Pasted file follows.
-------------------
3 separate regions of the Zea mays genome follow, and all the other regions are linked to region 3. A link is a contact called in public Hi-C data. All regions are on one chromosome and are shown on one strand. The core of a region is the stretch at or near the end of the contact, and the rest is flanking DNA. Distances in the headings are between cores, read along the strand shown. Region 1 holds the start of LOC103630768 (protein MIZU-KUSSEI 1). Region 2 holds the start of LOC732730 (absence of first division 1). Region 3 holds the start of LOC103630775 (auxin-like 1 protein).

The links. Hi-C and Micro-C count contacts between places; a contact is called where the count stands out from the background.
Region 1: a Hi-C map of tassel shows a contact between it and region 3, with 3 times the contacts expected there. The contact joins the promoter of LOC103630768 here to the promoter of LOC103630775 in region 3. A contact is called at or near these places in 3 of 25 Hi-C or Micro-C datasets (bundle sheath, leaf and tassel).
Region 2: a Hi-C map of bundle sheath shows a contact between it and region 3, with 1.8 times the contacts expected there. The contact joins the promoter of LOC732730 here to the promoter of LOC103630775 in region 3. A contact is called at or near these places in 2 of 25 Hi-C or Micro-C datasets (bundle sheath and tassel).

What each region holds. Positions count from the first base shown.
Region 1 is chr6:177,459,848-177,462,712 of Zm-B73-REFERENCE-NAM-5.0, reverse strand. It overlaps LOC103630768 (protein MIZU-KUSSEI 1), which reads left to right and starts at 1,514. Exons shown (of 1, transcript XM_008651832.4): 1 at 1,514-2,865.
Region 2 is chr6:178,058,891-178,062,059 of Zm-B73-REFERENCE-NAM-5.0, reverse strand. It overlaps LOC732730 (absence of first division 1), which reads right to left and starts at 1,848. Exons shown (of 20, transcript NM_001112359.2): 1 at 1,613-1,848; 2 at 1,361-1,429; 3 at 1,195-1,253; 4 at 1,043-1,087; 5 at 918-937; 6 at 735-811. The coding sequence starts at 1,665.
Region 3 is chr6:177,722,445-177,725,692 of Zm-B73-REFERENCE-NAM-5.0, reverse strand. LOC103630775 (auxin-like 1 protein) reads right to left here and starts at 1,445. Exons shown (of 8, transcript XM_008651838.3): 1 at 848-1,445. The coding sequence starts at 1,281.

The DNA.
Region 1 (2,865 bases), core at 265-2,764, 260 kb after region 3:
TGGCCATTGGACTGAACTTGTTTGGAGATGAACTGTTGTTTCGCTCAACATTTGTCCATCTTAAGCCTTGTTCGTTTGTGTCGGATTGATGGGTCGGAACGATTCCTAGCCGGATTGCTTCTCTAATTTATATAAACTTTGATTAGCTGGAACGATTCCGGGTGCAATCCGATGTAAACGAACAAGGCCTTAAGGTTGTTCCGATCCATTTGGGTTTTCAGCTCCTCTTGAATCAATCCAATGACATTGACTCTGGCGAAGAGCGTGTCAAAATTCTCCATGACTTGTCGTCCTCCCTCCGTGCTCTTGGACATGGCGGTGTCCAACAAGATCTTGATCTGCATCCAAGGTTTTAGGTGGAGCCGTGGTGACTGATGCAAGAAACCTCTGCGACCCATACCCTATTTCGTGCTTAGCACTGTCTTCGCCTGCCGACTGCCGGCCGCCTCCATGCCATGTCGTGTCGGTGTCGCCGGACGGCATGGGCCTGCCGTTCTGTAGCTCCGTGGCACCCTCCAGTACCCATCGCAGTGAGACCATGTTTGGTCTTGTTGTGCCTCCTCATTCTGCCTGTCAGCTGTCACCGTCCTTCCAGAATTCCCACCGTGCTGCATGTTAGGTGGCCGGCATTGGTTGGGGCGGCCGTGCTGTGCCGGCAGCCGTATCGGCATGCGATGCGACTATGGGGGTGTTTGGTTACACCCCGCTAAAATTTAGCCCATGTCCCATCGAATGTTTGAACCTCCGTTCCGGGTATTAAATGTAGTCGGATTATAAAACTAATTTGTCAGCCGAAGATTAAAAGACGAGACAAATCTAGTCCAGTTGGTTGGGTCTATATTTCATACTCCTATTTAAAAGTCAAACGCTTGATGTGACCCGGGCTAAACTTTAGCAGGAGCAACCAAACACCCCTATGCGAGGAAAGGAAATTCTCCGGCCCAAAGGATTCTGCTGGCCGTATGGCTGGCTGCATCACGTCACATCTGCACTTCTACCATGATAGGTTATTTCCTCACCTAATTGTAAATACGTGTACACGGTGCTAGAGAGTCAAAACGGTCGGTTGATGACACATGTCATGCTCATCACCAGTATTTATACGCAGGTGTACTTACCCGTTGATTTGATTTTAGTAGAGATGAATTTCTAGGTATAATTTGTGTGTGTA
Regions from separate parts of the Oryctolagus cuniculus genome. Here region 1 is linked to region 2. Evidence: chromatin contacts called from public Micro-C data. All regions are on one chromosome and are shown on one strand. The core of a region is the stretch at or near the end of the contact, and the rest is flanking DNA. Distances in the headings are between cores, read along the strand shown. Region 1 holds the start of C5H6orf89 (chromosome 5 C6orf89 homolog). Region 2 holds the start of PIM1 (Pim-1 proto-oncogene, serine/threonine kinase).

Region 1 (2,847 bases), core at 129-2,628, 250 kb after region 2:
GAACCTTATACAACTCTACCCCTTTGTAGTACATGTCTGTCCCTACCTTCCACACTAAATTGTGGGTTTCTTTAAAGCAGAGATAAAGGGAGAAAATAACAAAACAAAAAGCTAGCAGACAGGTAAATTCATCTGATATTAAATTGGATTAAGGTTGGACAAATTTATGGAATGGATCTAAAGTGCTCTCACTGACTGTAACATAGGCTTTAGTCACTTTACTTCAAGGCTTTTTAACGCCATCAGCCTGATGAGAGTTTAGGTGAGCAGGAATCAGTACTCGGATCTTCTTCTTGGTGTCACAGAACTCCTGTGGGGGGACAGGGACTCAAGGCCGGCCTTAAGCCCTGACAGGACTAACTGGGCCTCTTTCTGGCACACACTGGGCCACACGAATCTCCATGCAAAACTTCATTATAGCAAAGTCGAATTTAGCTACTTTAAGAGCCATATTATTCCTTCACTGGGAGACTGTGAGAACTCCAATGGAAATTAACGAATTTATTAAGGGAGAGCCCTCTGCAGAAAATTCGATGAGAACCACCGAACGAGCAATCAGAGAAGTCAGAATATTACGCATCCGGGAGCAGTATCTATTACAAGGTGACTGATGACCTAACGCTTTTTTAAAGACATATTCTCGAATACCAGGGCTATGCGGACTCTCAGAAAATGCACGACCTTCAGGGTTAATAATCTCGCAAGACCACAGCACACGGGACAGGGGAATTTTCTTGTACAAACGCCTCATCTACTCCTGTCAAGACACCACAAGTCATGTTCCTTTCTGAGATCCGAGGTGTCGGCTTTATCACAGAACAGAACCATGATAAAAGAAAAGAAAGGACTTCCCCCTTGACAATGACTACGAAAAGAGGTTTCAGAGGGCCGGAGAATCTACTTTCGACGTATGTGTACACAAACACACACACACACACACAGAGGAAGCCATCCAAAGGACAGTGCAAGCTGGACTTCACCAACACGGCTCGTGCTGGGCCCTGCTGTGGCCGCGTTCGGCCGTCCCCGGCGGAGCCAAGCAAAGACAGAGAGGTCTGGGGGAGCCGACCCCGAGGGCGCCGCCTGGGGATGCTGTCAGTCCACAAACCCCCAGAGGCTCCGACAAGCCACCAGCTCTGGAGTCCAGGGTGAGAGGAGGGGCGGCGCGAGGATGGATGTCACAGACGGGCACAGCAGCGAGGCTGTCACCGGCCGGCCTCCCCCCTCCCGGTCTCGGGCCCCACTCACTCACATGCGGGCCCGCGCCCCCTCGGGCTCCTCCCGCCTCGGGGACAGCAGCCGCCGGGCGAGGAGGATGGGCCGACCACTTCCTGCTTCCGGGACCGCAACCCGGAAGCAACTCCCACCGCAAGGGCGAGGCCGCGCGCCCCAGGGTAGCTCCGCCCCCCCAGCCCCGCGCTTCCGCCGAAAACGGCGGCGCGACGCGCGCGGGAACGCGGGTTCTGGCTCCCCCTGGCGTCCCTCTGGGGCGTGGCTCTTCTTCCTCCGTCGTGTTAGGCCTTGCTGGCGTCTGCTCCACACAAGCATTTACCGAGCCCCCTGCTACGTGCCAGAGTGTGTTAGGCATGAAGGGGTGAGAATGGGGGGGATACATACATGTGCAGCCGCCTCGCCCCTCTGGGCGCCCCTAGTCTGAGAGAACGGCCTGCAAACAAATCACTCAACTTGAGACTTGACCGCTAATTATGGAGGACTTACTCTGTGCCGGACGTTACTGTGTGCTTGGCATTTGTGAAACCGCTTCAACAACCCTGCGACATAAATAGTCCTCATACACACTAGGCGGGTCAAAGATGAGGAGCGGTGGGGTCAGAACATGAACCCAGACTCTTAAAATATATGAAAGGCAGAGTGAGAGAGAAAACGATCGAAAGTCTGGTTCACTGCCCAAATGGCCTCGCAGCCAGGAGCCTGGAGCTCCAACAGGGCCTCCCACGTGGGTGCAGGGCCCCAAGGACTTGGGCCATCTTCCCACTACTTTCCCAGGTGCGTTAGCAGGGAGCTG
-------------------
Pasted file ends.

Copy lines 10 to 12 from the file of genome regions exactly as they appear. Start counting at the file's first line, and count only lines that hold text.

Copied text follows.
Region 1 (2,865 bases), core at 265-2,764, 260 kb after region 3:
TGGCCATTGGACTGAACTTGTTTGGAGATGAACTGTTGTTTCGCTCAACATTTGTCCATCTTAAGCCTTGTTCGTTTGTGTCGGATTGATGGGTCGGAACGATTCCTAGCCGGATTGCTTCTCTAATTTATATAAACTTTGATTAGCTGGAACGATTCCGGGTGCAATCCGATGTAAACGAACAAGGCCTTAAGGTTGTTCCGATCCATTTGGGTTTTCAGCTCCTCTTGAATCAATCCAATGACATTGACTCTGGCGAAGAGCGTGTCAAAATTCTCCATGACTTGTCGTCCTCCCTCCGTGCTCTTGGACATGGCGGTGTCCAACAAGATCTTGATCTGCATCCAAGGTTTTAGGTGGAGCCGTGGTGACTGATGCAAGAAACCTCTGCGACCCATACCCTATTTCGTGCTTAGCACTGTCTTCGCCTGCCGACTGCCGGCCGCCTCCATGCCATGTCGTGTCGGTGTCGCCGGACGGCATGGGCCTGCCGTTCTGTAGCTCCGTGGCACCCTCCAGTACCCATCGCAGTGAGACCATGTTTGGTCTTGTTGTGCCTCCTCATTCTGCCTGTCAGCTGTCACCGTCCTTCCAGAATTCCCACCGTGCTGCATGTTAGGTGGCCGGCATTGGTTGGGGCGGCCGTGCTGTGCCGGCAGCCGTATCGGCATGCGATGCGACTATGGGGGTGTTTGGTTACACCCCGCTAAAATTTAGCCCATGTCCCATCGAATGTTTGAACCTCCGTTCCGGGTATTAAATGTAGTCGGATTATAAAACTAATTTGTCAGCCGAAGATTAAAAGACGAGACAAATCTAGTCCAGTTGGTTGGGTCTATATTTCATACTCCTATTTAAAAGTCAAACGCTTGATGTGACCCGGGCTAAACTTTAGCAGGAGCAACCAAACACCCCTATGCGAGGAAAGGAAATTCTCCGGCCCAAAGGATTCTGCTGGCCGTATGGCTGGCTGCATCACGTCACATCTGCACTTCTACCATGATAGGTTATTTCCTCACCTAATTGTAAATACGTGTACACGGTGCTAGAGAGTCAAAACGGTCGGTTGATGACACATGTCATGCTCATCACCAGTATTTATACGCAGGTGTACTTACCCGTTGATTTGATTTTAGTAGAGATGAATTTCTAGGTATAATTTGTGTGTGTA
Regions from separate parts of the Oryctolagus cuniculus genome. Here region 1 is linked to region 2. Evidence: chromatin contacts called from public Micro-C data. All regions are on one chromosome and are shown on one strand. The core of a region is the stretch at or near the end of the contact, and the rest is flanking DNA. Distances in the headings are between cores, read along the strand shown. Region 1 holds the start of C5H6orf89 (chromosome 5 C6orf89 homolog). Region 2 holds the start of PIM1 (Pim-1 proto-oncogene, serine/threonine kinase).